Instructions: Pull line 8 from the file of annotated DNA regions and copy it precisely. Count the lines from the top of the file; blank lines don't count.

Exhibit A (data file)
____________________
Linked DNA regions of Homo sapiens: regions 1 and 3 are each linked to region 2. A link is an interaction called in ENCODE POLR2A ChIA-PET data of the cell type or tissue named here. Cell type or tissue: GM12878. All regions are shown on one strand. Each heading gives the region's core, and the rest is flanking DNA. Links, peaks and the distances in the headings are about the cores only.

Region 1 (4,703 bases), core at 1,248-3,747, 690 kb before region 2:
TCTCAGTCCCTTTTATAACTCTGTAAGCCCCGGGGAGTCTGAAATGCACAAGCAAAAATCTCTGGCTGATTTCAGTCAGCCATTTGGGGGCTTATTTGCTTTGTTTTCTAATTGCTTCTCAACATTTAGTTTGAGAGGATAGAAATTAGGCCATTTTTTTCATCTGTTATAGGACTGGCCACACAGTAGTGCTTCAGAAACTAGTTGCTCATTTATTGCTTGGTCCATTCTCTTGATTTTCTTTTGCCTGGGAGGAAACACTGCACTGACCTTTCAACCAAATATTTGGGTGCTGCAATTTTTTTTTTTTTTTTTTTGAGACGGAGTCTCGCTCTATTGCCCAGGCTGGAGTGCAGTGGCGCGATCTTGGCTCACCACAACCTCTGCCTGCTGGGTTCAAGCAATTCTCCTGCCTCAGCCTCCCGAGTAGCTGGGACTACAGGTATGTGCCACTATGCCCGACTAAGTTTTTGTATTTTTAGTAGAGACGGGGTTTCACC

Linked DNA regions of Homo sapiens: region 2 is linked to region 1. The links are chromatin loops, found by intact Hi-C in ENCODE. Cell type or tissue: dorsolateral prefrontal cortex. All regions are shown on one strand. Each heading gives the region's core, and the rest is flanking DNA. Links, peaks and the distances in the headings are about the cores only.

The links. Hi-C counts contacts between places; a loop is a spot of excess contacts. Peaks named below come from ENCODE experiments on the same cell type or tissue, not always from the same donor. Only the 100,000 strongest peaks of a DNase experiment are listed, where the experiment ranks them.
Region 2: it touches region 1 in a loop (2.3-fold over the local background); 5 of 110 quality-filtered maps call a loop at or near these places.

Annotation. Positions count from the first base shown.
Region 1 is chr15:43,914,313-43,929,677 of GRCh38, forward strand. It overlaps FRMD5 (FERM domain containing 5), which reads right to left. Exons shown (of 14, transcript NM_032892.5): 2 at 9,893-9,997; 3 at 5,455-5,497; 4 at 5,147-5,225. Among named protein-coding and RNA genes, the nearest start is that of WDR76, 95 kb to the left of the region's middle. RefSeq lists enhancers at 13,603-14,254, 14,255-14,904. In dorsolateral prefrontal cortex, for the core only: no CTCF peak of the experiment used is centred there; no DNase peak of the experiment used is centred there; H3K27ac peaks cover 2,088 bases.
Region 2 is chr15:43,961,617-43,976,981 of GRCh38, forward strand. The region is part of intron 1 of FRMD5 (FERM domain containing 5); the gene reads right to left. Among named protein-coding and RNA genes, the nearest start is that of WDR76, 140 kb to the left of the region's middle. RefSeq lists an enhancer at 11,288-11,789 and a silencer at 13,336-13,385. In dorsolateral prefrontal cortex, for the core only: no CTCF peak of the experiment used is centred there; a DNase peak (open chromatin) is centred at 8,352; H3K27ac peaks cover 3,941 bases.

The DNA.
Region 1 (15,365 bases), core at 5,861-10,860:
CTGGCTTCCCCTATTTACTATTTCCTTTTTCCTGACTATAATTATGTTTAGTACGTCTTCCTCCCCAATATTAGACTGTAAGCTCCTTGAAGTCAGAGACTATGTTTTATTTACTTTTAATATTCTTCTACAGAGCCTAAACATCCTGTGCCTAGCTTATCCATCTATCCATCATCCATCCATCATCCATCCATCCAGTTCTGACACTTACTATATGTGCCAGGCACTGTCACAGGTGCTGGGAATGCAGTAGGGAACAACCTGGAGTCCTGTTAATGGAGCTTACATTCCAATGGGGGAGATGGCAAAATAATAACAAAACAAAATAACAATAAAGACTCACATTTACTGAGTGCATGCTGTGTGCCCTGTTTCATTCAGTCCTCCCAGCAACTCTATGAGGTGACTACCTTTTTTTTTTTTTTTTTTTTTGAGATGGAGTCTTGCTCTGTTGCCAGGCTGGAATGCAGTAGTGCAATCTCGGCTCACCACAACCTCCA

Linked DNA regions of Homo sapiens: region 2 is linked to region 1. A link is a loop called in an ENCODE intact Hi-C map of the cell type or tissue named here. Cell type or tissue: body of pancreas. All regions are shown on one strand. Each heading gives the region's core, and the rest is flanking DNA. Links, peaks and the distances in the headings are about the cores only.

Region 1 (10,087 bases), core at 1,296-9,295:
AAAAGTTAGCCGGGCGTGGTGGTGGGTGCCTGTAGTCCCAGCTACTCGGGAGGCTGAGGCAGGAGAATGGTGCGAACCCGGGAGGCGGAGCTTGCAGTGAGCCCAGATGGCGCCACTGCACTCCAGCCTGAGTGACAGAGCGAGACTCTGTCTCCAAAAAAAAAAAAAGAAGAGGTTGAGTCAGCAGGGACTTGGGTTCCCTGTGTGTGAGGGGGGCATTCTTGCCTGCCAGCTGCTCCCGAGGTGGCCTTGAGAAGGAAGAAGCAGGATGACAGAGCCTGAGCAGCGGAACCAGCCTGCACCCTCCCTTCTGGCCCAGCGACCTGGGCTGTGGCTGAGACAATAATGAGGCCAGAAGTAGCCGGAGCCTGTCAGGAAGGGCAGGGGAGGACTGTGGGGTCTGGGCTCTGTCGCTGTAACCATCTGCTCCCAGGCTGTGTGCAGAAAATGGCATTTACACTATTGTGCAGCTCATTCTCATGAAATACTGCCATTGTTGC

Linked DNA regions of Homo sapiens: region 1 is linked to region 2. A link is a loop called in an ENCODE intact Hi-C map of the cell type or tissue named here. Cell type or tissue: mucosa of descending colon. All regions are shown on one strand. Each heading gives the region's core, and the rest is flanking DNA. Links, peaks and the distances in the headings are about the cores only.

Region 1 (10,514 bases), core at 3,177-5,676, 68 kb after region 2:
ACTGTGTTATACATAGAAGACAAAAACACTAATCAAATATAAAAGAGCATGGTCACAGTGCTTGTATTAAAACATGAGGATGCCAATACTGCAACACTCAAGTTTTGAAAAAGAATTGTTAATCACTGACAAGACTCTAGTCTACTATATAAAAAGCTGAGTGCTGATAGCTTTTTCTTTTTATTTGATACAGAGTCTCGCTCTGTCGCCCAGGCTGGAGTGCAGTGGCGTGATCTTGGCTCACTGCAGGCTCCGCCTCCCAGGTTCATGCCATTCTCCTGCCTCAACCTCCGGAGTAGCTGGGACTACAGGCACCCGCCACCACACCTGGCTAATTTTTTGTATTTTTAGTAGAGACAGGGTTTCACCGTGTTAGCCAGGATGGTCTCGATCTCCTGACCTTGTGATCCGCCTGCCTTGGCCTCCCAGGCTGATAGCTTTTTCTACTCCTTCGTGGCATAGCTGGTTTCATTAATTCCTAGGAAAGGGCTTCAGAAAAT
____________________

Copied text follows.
Region 1 is chr15:43,914,313-43,929,677 of GRCh38, forward strand. It overlaps FRMD5 (FERM domain containing 5), which reads right to left. Exons shown (of 14, transcript NM_032892.5): 2 at 9,893-9,997; 3 at 5,455-5,497; 4 at 5,147-5,225. Among named protein-coding and RNA genes, the nearest start is that of WDR76, 95 kb to the left of the region's middle. RefSeq lists enhancers at 13,603-14,254, 14,255-14,904. In dorsolateral prefrontal cortex, for the core only: no CTCF peak of the experiment used is centred there; no DNase peak of the experiment used is centred there; H3K27ac peaks cover 2,088 bases.